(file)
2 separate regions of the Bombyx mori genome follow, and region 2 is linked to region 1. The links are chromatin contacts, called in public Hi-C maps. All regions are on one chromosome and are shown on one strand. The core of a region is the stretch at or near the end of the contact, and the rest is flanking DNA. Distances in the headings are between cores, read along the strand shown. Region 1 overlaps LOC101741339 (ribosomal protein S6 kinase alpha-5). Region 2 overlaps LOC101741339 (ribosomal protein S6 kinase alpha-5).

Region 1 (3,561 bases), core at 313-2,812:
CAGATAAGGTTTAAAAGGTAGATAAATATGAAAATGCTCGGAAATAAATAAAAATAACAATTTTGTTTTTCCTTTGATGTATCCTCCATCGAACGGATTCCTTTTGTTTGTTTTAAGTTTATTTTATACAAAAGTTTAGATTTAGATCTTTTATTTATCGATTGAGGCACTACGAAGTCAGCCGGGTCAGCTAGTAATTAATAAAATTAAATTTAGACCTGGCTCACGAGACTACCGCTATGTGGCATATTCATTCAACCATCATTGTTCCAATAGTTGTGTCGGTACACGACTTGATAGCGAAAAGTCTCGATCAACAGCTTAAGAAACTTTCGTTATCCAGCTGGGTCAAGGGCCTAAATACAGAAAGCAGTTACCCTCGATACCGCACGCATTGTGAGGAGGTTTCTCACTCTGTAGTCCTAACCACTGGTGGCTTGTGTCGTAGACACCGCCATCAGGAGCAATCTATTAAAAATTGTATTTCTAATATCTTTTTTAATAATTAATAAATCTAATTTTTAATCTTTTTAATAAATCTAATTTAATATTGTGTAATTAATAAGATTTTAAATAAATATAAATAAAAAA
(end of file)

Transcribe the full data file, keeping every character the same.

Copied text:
2 separate regions of the Bombyx mori genome follow, and region 2 is linked to region 1. The links are chromatin contacts, called in public Hi-C maps. All regions are on one chromosome and are shown on one strand. The core of a region is the stretch at or near the end of the contact, and the rest is flanking DNA. Distances in the headings are between cores, read along the strand shown. Region 1 overlaps LOC101741339 (ribosomal protein S6 kinase alpha-5). Region 2 overlaps LOC101741339 (ribosomal protein S6 kinase alpha-5).

Region 1 (3,561 bases), core at 313-2,812:
CAGATAAGGTTTAAAAGGTAGATAAATATGAAAATGCTCGGAAATAAATAAAAATAACAATTTTGTTTTTCCTTTGATGTATCCTCCATCGAACGGATTCCTTTTGTTTGTTTTAAGTTTATTTTATACAAAAGTTTAGATTTAGATCTTTTATTTATCGATTGAGGCACTACGAAGTCAGCCGGGTCAGCTAGTAATTAATAAAATTAAATTTAGACCTGGCTCACGAGACTACCGCTATGTGGCATATTCATTCAACCATCATTGTTCCAATAGTTGTGTCGGTACACGACTTGATAGCGAAAAGTCTCGATCAACAGCTTAAGAAACTTTCGTTATCCAGCTGGGTCAAGGGCCTAAATACAGAAAGCAGTTACCCTCGATACCGCACGCATTGTGAGGAGGTTTCTCACTCTGTAGTCCTAACCACTGGTGGCTTGTGTCGTAGACACCGCCATCAGGAGCAATCTATTAAAAATTGTATTTCTAATATCTTTTTTAATAATTAATAAATCTAATTTTTAATCTTTTTAATAAATCTAATTTAATATTGTGTAATTAATAAGATTTTAAATAAATATAAATAAAAAA